Search tips
Search criteria

Results 1-2 (2)

Clipboard (0)

Select a Filter Below

Year of Publication
Document Types
1.  Effects of TNF-α neutralization on adipocytokines and skeletal muscle adiposity in the metabolic syndrome 
In a prior study, we have shown that tumor necrosis factor (TNF)-α neutralization improves inflammatory markers and total adiponectin in patients with the metabolic syndrome, without improving insulin sensitivity. In this study, we sought to extend our understanding of the effects of TNF-α neutralization in this human model of obesity by investigating the responses of high-molecular-weight (HMW) adiponectin, resistin, leptin, and muscle adiposity to etanercept in patients with the metabolic syndrome. Fifty-six men and women with the metabolic syndrome enrolled in a double-blind randomized placebo-controlled trial. Circulating concentrations of total and HMW adiponectin, resistin, and leptin were determined at baseline and after 4 wk of treatment with etanercept. Muscle adiposity was measured by computed tomography (CT). Although etanercept increased total adiponectin concentration, the HMW form, which is thought to mediate insulin sensitivity, was unchanged. Thus the ratio of HMW to total adiponectin decreased following etanercept treatment compared with placebo (−0.03 ± 0.03 vs. 0.06 ± 0.03, P = 0.02). Resistin tended to decrease in the etanercept-treated group compared with placebo (−0.6 ± 0.7 vs. 1.2 ± 0.7 ng/ml, P = 0.06), whereas leptin was not altered. Etanercept decreased muscle attenuation on CT [−0.61 ± 0.64 Hounsfield units (HU) vs. 1.54 ± 0.77 HU in placebo, P = 0.04], suggesting an increase in muscle adiposity. Together, these results demonstrate that neutralization of TNF-α in obese humans results in differential effects on critical adipokines and body composition indexes. These findings may help to explain the lack of effect on insulin sensitivity and extend our knowledge of the biological effects of TNF-α neutralization in obesity.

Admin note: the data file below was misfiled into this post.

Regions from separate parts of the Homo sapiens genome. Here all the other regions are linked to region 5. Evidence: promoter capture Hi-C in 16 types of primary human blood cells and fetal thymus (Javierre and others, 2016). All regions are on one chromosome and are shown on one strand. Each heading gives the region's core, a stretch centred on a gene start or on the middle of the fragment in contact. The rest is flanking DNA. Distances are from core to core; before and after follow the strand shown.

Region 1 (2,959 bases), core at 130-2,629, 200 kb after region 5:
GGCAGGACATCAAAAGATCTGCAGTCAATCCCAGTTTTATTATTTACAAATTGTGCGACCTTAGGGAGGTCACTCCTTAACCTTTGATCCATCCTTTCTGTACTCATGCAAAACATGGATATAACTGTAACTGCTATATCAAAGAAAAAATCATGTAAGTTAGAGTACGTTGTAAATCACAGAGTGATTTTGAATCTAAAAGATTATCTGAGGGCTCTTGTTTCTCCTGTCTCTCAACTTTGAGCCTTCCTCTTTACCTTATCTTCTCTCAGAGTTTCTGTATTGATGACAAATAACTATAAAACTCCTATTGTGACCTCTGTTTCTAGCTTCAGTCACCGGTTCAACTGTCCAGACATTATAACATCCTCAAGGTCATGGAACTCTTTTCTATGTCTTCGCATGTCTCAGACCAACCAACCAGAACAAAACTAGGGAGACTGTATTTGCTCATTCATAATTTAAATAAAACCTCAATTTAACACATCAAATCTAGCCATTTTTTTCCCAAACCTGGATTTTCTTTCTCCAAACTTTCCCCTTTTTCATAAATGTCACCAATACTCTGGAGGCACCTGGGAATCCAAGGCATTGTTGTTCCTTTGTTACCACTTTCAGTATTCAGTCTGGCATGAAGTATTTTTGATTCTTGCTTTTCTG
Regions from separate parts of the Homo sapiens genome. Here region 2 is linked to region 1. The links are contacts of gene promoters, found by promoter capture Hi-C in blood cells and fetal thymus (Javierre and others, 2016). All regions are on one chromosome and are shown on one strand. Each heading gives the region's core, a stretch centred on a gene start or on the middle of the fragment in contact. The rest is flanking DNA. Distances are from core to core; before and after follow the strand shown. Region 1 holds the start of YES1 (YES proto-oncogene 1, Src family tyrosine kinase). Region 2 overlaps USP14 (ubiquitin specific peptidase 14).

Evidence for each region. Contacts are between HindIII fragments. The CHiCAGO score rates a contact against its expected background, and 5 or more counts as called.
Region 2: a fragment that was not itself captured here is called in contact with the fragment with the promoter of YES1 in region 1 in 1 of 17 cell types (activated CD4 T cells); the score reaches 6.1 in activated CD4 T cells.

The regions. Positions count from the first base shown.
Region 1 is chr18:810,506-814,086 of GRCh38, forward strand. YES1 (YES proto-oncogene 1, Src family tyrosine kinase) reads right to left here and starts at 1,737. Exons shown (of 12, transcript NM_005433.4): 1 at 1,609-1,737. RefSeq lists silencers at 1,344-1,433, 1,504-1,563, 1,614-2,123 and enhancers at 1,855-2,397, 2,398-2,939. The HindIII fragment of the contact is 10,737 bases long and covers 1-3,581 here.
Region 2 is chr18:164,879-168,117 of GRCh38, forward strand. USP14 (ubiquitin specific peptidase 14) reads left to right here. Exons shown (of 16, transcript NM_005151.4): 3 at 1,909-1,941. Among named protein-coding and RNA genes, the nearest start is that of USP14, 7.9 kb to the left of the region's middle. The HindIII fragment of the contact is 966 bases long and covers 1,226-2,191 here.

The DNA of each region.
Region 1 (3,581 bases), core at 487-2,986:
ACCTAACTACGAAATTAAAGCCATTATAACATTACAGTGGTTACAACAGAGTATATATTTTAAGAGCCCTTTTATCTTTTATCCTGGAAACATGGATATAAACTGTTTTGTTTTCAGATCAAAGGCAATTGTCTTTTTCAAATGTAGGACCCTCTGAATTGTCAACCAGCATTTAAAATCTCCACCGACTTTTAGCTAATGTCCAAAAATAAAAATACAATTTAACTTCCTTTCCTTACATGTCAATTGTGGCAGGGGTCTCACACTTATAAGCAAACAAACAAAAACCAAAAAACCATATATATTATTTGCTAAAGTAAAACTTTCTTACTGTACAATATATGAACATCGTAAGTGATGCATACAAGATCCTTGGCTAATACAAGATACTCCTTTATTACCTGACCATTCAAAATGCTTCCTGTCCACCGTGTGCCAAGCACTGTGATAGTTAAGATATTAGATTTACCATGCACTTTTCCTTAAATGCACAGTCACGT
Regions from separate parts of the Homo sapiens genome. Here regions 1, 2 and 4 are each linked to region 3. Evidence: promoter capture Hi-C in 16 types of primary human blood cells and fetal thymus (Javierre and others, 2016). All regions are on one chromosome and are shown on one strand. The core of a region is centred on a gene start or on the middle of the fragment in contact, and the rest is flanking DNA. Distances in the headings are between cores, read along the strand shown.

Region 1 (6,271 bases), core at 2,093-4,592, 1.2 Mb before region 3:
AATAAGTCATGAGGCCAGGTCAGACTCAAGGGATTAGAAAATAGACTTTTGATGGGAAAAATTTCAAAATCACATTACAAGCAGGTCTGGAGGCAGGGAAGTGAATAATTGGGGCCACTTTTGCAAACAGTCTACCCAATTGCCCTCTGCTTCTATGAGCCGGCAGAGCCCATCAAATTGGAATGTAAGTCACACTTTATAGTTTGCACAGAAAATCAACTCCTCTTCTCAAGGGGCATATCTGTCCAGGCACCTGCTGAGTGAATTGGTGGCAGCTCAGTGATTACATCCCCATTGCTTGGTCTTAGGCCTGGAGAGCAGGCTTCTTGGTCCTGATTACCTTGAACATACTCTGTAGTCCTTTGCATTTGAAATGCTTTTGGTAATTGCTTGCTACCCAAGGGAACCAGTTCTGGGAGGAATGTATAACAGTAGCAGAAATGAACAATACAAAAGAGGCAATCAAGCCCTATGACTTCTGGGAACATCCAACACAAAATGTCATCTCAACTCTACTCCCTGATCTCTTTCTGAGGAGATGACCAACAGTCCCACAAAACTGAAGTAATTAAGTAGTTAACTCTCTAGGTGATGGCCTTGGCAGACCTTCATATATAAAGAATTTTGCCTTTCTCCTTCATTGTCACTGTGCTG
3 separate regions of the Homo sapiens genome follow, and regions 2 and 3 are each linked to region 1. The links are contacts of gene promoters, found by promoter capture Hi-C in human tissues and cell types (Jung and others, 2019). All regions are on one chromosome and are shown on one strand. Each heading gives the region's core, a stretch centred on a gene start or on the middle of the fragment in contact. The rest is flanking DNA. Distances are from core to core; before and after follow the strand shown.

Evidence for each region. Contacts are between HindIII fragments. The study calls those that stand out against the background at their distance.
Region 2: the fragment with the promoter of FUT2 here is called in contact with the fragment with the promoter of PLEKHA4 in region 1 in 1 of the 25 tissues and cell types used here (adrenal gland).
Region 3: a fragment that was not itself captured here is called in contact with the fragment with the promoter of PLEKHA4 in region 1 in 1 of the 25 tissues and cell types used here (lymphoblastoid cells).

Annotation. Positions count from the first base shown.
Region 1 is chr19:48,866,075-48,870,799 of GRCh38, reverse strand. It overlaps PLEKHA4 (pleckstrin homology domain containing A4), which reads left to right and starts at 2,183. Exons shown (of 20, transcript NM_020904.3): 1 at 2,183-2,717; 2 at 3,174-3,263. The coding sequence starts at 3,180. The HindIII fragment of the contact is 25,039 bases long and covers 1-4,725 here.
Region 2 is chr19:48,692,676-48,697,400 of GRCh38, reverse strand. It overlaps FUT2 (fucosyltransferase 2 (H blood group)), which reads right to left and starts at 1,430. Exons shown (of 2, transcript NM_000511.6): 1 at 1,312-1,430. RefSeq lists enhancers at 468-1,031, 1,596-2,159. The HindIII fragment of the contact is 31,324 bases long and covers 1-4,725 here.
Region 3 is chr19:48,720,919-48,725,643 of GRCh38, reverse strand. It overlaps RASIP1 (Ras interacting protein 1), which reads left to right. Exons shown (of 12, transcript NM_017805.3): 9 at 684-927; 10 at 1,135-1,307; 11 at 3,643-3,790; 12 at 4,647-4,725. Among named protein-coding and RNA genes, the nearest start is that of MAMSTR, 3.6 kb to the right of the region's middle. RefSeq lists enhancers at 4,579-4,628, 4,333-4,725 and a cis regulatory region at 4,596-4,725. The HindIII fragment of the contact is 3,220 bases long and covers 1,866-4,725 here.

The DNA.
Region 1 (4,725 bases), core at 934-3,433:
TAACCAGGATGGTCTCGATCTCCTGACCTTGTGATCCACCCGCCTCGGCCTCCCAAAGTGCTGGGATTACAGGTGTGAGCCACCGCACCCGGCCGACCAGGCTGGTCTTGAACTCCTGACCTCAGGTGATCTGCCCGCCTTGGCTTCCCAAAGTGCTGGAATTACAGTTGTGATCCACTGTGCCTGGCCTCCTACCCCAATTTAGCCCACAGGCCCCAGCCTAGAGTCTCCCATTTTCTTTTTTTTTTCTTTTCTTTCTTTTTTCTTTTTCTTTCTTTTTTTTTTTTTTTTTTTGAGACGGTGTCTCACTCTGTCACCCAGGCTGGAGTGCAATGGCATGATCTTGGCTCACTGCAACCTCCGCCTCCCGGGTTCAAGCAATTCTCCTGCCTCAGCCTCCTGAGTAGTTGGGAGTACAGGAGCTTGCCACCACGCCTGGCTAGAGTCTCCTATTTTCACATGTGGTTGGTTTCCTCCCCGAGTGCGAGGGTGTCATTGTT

PMCID: PMC3196534  PMID: 17374698
tumor necrosis factor-α; adiponectin; resistin; muscle adiposity; metabolic syndrome
2.  Effects of Etanercept in Patients With the Metabolic Syndrome 
Archives of internal medicine  2006;166(8):902-908.
Adipose-derived cytokines, including tumor necrosis factor α, may contribute to the inflammation that occurs in the metabolic syndrome. We investigated the effects of inhibition of tumor necrosis factor α with etanercept in patients with the metabolic syndrome.
Fifty-six subjects with the metabolic syndrome were randomized to administration of either etanercept or identical placebo, 50 mg subcutaneously once a week for 4 weeks. The C-reactive protein level was the primary end point. Effects on other inflammatory markers (including fibrinogen, interleukin 6, and adiponectin), insulin sensitivity, lipid levels, and body composition were also determined.
Baseline characteristics were similar between the groups. Two subjects dropped out of each group, and etanercept was well tolerated throughout the study. The C-reactive protein levels decreased significantly in the treated compared with the placebo group (−2.4 ± 0.4 vs 0.5 ± 0.7 mg/L; P<.001). Adiponectin levels rose significantly in the etanercept group compared with the placebo group (0.8 ± 0.4 vs −0.3 ± 0.3 µg/mL; P=.03). Fibrinogen levels decreased (−68 ± 16 vs −2 ± 31 mg/dL [−2.0 ± 0.47 vs −0.06 ± 0.91 µmol/L]; P=.04) and interleukin 6 levels tended to decrease (−1.2 ± 0.8 vs 0.5 ± 0.5 ng/L; P=.07) in the etanercept-treated subjects compared with placebo, respectively. No changes occurred in body composition parameters or insulin sensitivity, but high-density lipoprotein levels tended to decrease in the etanercept group (−1 ± 1 vs 2 ± 1 mg/dL [−0.03 ± 0.03 vs 0.05 ± 0.03 mmol/L]; P=.06) compared with the placebo group.
Etanercept reduces C-reactive protein levels and tends to improve other inflammatory cardiovascular risk indexes in patients with the metabolic syndrome. Etanercept may interrupt the inflammatory cascade that occurs with abdominal obesity. Further, longer-term studies are needed to determine the effects of tumor necrosis factor α inhibition on cardiovascular disease in patients with the metabolic syndrome.
PMCID: PMC3196549  PMID: 16636217

Results 1-2 (2)